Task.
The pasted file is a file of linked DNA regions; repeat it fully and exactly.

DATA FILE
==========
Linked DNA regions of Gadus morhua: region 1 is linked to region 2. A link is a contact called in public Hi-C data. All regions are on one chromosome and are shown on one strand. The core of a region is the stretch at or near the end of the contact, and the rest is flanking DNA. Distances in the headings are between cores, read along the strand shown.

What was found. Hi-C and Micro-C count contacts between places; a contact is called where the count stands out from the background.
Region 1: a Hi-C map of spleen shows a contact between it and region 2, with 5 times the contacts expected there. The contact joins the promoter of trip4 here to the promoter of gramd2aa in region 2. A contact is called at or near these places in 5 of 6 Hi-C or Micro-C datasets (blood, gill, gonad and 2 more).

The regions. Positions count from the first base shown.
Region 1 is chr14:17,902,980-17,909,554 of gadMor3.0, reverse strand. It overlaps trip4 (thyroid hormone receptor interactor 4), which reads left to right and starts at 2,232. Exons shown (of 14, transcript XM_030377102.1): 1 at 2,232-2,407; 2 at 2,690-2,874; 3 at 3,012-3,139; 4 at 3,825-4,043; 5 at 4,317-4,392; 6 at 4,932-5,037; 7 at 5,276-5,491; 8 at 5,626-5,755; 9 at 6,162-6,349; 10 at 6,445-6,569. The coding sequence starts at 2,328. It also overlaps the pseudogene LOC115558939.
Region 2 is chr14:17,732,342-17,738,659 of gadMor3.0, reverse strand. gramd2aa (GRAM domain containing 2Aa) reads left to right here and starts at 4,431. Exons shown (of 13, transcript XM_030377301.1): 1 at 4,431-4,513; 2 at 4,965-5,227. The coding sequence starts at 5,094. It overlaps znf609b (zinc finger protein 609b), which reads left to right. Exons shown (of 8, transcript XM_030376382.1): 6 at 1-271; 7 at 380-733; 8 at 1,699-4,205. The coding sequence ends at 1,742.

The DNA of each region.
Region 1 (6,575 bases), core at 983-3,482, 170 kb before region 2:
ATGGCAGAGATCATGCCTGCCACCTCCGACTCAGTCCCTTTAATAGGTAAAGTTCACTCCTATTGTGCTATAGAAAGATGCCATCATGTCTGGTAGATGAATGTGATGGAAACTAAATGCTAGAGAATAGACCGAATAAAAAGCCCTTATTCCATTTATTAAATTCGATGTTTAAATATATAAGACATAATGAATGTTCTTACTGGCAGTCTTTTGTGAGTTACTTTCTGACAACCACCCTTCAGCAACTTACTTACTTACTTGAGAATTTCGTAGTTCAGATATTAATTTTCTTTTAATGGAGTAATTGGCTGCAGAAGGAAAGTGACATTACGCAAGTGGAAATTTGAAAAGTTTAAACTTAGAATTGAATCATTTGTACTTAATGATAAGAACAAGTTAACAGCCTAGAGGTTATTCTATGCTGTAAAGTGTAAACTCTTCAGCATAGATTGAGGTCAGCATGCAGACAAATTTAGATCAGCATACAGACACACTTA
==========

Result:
Linked DNA regions of Gadus morhua: region 1 is linked to region 2. A link is a contact called in public Hi-C data. All regions are on one chromosome and are shown on one strand. The core of a region is the stretch at or near the end of the contact, and the rest is flanking DNA. Distances in the headings are between cores, read along the strand shown.

What was found. Hi-C and Micro-C count contacts between places; a contact is called where the count stands out from the background.
Region 1: a Hi-C map of spleen shows a contact between it and region 2, with 5 times the contacts expected there. The contact joins the promoter of trip4 here to the promoter of gramd2aa in region 2. A contact is called at or near these places in 5 of 6 Hi-C or Micro-C datasets (blood, gill, gonad and 2 more).

The regions. Positions count from the first base shown.
Region 1 is chr14:17,902,980-17,909,554 of gadMor3.0, reverse strand. It overlaps trip4 (thyroid hormone receptor interactor 4), which reads left to right and starts at 2,232. Exons shown (of 14, transcript XM_030377102.1): 1 at 2,232-2,407; 2 at 2,690-2,874; 3 at 3,012-3,139; 4 at 3,825-4,043; 5 at 4,317-4,392; 6 at 4,932-5,037; 7 at 5,276-5,491; 8 at 5,626-5,755; 9 at 6,162-6,349; 10 at 6,445-6,569. The coding sequence starts at 2,328. It also overlaps the pseudogene LOC115558939.
Region 2 is chr14:17,732,342-17,738,659 of gadMor3.0, reverse strand. gramd2aa (GRAM domain containing 2Aa) reads left to right here and starts at 4,431. Exons shown (of 13, transcript XM_030377301.1): 1 at 4,431-4,513; 2 at 4,965-5,227. The coding sequence starts at 5,094. It overlaps znf609b (zinc finger protein 609b), which reads left to right. Exons shown (of 8, transcript XM_030376382.1): 6 at 1-271; 7 at 380-733; 8 at 1,699-4,205. The coding sequence ends at 1,742.

The DNA of each region.
Region 1 (6,575 bases), core at 983-3,482, 170 kb before region 2:
ATGGCAGAGATCATGCCTGCCACCTCCGACTCAGTCCCTTTAATAGGTAAAGTTCACTCCTATTGTGCTATAGAAAGATGCCATCATGTCTGGTAGATGAATGTGATGGAAACTAAATGCTAGAGAATAGACCGAATAAAAAGCCCTTATTCCATTTATTAAATTCGATGTTTAAATATATAAGACATAATGAATGTTCTTACTGGCAGTCTTTTGTGAGTTACTTTCTGACAACCACCCTTCAGCAACTTACTTACTTACTTGAGAATTTCGTAGTTCAGATATTAATTTTCTTTTAATGGAGTAATTGGCTGCAGAAGGAAAGTGACATTACGCAAGTGGAAATTTGAAAAGTTTAAACTTAGAATTGAATCATTTGTACTTAATGATAAGAACAAGTTAACAGCCTAGAGGTTATTCTATGCTGTAAAGTGTAAACTCTTCAGCATAGATTGAGGTCAGCATGCAGACAAATTTAGATCAGCATACAGACACACTTA